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Designing buildings to stand up to the elements requires detailed site analysis to determine weather patterns, climate, soil types, wind speed and directions, heat, path of the sun, and more. Solutions involving insulation, vapor barriers, and air barriers will vary radically depending on whether the site is in the cold and snowy north, the hot and humid south, or the arid desert.
In 1973, Automation Industries Corporation (AIC, now Miloptic) developed blow detectors that used air-coupled ultrasonic nondestructive testing technology. Now, several of the systems – installed more than 30 years ago at panel and flooring facilities – are still up and running.
Recently, Freres worked with Crow Engineering to design an open-sided structure using its MPP product. The aim of the project was to infill a space between two manufacturing buildings at the Freres Plant 3 mill in Mill City, OR.
Miloptic to Offer Ultrasonic Technology Through Acquisition of Automation Industries Corporation (AIC)
Miloptic, LLC is pleased to announce the acquisition of Automation Industries Corporation (AIC). This acquisition will allow Miloptic to offer a variety of nondestructive testing technology systems that ensure and improve the quality of building products through its parent company Crow Engineering, Inc. Clyde Steffens, former President of AIC, is serving as President of Ultrasonic Development for Miloptic.
Two players. One chess board. One move yields a countermove – attack and defend, strike and counterstrike. Warring adversaries fight it out by the rules of an ancient game. There’s a quiet but palpable tension in the room. Then a single word breaks the silence: “checkmate.”
Learn how Crow Engineering brought chess into the office.
At Crow Engineering, relationships with customers last for years. One company – a long-term customer – recently engaged us to review ways to increase the productivity of its lumber manufacturing process. To assess and identify improvement opportunities, we conducted an efficiency study of the company’s log infeed and breakdown systems.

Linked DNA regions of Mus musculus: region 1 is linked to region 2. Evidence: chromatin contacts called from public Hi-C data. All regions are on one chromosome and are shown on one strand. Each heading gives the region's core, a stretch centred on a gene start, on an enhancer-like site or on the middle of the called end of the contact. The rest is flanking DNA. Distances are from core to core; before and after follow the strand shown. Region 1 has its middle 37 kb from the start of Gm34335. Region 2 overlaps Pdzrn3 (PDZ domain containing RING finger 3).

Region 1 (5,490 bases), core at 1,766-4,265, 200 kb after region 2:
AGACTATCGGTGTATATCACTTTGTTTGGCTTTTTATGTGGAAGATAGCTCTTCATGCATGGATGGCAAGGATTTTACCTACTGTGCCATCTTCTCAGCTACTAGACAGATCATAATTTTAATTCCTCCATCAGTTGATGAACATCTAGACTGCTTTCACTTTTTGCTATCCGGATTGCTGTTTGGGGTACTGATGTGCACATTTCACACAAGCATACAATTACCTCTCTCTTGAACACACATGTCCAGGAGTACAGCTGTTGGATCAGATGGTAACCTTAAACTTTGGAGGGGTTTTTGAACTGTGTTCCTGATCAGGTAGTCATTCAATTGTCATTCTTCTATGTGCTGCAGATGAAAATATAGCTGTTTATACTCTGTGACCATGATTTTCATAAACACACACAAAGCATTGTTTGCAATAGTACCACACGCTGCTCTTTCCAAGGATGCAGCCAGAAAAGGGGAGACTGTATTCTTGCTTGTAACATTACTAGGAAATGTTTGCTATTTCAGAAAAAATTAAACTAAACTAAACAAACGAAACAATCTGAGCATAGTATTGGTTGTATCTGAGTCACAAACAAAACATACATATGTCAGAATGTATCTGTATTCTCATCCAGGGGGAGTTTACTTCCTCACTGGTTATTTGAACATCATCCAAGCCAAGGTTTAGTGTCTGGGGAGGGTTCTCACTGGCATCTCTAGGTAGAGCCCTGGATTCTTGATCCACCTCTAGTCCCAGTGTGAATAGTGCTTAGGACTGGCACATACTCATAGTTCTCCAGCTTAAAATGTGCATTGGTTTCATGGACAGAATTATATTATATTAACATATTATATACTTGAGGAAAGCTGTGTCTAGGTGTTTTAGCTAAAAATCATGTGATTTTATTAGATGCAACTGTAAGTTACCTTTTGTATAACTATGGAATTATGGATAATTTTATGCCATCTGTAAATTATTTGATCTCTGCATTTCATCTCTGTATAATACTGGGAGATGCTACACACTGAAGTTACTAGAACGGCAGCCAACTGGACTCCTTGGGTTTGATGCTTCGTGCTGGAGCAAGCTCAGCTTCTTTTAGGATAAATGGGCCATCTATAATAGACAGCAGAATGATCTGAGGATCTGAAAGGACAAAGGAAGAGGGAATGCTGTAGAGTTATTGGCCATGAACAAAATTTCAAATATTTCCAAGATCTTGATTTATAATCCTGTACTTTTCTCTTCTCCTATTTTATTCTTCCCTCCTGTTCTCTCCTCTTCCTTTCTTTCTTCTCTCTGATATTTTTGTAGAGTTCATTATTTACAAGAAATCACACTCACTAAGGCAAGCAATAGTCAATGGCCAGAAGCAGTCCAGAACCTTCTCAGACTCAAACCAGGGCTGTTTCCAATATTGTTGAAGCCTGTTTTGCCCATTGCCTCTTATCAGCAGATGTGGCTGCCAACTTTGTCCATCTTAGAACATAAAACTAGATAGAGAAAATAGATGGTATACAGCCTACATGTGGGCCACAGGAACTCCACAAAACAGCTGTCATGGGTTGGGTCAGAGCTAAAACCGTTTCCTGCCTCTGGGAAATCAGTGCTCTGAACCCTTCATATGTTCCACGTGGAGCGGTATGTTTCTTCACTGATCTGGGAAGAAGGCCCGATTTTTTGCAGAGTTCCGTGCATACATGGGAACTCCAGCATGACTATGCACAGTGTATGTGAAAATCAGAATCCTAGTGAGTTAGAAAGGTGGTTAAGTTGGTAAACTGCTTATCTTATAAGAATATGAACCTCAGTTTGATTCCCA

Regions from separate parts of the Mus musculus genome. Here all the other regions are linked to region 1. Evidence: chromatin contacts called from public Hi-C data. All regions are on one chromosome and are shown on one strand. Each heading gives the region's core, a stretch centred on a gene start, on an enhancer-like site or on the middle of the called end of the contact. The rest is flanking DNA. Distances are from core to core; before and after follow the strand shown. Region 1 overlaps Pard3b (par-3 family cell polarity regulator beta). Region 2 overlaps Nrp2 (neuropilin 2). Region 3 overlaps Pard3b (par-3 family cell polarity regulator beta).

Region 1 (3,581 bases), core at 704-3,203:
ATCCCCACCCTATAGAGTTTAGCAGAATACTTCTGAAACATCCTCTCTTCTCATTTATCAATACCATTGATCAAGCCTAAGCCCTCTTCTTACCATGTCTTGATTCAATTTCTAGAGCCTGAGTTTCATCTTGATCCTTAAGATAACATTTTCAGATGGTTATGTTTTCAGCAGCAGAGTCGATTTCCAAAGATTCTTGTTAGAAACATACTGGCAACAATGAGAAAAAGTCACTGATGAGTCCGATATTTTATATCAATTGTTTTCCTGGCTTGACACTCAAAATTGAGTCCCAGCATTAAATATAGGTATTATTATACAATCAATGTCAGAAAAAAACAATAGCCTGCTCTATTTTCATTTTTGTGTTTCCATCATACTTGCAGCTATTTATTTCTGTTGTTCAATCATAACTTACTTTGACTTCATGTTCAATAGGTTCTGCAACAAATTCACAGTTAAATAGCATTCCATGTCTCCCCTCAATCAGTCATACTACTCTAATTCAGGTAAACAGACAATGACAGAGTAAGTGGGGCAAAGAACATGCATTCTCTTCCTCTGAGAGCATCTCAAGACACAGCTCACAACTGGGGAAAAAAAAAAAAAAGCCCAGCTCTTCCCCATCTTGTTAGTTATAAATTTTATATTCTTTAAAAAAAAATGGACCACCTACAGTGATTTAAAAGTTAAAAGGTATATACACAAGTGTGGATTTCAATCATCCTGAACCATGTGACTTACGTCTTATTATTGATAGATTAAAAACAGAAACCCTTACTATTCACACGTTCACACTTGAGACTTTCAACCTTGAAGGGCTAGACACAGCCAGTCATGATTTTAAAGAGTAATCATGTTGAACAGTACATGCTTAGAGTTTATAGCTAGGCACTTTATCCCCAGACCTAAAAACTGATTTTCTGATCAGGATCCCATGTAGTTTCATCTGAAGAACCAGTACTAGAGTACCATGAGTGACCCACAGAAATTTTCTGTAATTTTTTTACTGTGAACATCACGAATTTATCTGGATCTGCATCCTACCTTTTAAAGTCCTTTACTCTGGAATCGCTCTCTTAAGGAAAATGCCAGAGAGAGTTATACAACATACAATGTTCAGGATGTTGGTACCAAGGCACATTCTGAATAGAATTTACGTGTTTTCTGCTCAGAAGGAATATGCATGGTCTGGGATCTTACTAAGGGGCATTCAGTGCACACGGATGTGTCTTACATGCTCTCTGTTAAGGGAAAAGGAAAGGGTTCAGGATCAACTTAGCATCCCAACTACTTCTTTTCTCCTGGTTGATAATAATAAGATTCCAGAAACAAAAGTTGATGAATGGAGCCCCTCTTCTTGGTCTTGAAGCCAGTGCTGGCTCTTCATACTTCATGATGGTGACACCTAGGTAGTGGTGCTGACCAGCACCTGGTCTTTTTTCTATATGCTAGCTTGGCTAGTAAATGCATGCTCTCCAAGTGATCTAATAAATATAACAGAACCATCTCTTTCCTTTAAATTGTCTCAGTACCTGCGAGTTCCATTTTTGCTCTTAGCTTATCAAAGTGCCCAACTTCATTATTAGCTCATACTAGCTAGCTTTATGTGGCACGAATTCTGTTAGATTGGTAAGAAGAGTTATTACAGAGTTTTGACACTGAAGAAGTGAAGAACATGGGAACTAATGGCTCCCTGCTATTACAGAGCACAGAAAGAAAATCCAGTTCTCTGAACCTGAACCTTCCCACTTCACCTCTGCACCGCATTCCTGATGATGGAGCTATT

Recently, Crow Engineering completed an engineering design to replace a raw material infeed conveyor at a building products mill. The mill was connected to a mining operation with a single conveyor to deliver feedstock. The conveyor was built in 1962 and worn out. Any interruption or problems with this conveyor caused both mining and mill production to stop. The owner hired Crow to evaluate the situation and investigate possible solutions to replace, upgrade, or rebuild the raw material feed line.
Recently, Crow was hired by a client in the Northwest that wanted to replace an outdated planer mill. The client had identified a planer line located in the Southeast and hired Crow as the principal consulting engineer and the contractor responsible for disassembling, relocating, adapting, and installing this system in their facility. To accomplish the task, Crow divided the project in several phases.
This office has allowed us to significantly expand our Southeast presence and deepen our engineering and project management expertise. This commitment to the Southeast region has already greatly increased our ability to service both new and existing clients within the forestry and building products industries.
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